The U.S. Chemical Safety and Hazard Investigation Board (CSB), an independent, non-regulatory federal agency appointed by the President and confirmed by the Senate, is responsible for investigating the root causes of major industrial chemical accidents at fixed industrial facilities with the vision of having a nation safe from chemical disasters. The agency, which consists of chemical and mechanical engineers, industrial safety experts and others with many years of chemical industry experience, was created under the Clean Air Act Amendments of 1990.
While the agency does not issue fines or citations, it does make recommendations to plants, regulatory agencies such as the Occupational Safety and Health Administration (OSHA) and the Environmental Protection Agency (EPA), industry organizations and labor groups. In its almost 30-year history, the agency has deployed to over 130 chemical incidents and issued more than 800 recommendations that have led to many safety improvements for a variety of industries. In addition to specific accident investigations, the agency also reviews more general chemical accident hazard issues, which has led to new recommendations to OSHA and EPA for regulatory changes.
From years of investigating chemical accidents, the CSB has found that effective emergency response training and planning, along with better communication between the company, emergency responders and the community, are critical to preventing injuries and fatalities. Here are some responsibilities for each of those key groups to ensure a better response in case of a chemical accident:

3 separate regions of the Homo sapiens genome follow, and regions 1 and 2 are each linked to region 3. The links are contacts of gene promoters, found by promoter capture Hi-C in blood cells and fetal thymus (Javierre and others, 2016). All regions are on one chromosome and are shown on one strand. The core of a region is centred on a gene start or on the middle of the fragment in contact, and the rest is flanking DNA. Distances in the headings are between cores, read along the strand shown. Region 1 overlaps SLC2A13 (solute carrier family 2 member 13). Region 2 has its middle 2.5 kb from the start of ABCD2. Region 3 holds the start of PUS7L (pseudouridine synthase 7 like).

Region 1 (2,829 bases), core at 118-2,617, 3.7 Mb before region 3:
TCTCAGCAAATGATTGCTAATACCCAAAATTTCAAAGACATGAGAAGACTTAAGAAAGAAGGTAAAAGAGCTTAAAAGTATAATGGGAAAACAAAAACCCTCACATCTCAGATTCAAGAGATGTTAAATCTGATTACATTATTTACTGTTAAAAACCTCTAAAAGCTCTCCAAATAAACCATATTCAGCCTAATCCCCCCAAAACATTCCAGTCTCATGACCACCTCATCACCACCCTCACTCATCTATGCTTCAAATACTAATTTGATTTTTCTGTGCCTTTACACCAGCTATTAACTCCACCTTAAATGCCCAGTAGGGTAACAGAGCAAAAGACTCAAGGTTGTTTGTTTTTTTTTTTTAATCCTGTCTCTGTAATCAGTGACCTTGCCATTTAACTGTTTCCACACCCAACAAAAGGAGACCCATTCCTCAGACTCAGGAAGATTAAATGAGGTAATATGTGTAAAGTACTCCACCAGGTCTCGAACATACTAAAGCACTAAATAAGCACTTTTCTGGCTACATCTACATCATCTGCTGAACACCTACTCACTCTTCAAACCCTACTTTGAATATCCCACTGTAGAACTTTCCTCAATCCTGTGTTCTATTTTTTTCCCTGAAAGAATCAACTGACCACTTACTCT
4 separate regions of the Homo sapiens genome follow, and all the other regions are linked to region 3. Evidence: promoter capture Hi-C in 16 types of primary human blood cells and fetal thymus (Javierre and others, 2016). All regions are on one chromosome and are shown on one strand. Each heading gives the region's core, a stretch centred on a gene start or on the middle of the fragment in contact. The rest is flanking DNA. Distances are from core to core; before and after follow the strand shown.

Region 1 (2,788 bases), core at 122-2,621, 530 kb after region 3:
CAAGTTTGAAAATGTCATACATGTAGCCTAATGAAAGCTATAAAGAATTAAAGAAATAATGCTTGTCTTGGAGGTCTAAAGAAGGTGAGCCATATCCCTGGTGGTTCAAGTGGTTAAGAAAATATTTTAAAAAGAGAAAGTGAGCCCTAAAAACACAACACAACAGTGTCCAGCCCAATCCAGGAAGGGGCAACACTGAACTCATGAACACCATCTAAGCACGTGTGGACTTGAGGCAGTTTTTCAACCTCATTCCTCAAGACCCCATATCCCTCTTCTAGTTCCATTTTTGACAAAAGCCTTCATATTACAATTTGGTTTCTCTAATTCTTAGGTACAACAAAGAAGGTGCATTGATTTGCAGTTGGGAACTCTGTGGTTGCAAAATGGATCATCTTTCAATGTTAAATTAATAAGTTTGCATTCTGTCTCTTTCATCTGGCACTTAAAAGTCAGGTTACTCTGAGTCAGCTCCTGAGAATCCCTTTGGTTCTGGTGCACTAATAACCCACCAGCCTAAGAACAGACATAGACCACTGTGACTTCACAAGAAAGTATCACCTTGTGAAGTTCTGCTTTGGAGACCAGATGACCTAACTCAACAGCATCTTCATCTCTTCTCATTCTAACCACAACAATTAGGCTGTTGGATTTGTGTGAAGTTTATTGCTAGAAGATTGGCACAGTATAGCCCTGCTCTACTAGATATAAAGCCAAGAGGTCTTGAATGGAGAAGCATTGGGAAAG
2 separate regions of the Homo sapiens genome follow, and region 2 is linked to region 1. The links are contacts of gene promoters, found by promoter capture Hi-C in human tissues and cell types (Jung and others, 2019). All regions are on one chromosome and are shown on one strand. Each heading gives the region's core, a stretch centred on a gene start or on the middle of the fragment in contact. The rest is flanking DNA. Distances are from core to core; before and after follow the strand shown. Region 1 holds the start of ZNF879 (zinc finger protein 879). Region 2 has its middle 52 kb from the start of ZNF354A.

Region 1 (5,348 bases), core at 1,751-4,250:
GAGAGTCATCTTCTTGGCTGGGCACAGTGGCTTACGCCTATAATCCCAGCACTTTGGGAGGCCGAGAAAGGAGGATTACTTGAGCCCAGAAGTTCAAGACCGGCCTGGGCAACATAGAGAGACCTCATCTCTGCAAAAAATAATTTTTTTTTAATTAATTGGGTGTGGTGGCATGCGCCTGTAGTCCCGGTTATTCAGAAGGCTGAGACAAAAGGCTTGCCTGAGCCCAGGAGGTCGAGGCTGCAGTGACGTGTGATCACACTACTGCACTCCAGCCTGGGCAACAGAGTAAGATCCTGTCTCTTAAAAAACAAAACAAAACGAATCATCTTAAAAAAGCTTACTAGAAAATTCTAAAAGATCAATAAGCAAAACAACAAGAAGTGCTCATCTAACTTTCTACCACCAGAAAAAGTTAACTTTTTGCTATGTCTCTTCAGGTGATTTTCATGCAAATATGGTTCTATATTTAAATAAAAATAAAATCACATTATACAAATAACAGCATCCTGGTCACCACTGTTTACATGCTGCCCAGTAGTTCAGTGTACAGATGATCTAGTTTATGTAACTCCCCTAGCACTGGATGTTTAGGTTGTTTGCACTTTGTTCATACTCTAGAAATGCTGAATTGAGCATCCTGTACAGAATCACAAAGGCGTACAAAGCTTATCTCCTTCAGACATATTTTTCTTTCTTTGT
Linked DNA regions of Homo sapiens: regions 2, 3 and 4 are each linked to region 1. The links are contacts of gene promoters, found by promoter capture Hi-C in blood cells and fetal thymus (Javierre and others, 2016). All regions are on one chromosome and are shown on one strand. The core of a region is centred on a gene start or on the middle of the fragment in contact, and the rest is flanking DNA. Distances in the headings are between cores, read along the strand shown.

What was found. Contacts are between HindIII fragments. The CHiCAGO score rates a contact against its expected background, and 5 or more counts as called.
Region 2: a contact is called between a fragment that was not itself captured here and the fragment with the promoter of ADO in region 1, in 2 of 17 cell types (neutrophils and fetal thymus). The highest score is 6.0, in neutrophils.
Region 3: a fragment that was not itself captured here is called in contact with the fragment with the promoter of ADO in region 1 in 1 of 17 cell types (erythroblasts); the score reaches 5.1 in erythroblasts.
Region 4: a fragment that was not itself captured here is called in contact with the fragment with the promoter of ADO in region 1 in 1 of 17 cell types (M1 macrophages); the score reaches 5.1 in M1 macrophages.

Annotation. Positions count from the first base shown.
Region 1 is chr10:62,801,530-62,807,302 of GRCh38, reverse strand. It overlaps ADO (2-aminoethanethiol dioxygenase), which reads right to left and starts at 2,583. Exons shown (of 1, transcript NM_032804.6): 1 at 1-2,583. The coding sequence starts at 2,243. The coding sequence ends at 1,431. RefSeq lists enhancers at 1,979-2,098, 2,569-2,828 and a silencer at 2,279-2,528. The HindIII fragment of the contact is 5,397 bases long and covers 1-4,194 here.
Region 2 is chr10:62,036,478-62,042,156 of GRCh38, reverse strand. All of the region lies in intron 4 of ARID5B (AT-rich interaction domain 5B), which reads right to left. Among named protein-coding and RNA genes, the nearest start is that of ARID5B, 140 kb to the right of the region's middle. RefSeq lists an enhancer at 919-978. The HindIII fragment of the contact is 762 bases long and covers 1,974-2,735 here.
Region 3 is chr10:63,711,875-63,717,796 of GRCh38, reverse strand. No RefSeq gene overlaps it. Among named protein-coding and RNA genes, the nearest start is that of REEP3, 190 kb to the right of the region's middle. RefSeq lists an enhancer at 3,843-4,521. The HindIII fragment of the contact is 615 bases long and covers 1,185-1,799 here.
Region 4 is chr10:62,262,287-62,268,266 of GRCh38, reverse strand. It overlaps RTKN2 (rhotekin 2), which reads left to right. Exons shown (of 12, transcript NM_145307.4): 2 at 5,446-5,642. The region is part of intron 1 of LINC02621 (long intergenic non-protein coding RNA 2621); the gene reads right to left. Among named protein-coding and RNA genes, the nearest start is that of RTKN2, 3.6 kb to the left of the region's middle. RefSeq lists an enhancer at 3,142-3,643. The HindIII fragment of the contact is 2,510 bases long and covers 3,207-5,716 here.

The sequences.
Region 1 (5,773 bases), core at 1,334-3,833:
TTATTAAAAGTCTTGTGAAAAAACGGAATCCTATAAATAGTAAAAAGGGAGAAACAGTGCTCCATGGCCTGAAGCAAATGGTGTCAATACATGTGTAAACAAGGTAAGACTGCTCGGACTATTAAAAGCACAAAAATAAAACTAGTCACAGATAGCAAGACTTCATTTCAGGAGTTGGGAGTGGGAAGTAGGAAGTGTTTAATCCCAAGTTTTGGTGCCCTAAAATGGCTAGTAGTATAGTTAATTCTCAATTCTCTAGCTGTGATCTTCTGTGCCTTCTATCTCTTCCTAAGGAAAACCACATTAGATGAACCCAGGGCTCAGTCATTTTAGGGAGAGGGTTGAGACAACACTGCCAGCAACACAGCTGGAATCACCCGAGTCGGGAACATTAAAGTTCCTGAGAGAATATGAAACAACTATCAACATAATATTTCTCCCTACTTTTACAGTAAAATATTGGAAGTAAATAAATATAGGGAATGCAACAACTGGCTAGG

• Maintain current emergency response plans
• Communicate frequently and openly with residents, businesses, and emergency management officials about chemical hazards in their community and emergency response plans
• Train employees to respond properly to chemical emergencies and to evacuate when appropriate
First Responders’ Responsibilities:
• Have proper hazmat training and equipment
• Conduct frequent drills and exercise plans to respond to possible chemical releases
• Communicate with companies in their communities that deal with chemicals
• Know the key facility contacts in case of an emergency
• Understand the hazards of the chemicals used at local facilities
• Support and maintain active local emergency planning committees (LEPCs) and up-to-date community response plans and teams
• Develop detailed evacuation and shelter-in-place plans that identify when and how community members are to respond to different types of emergencies
• Establish redundant communication systems to notify residents of a chemical emergency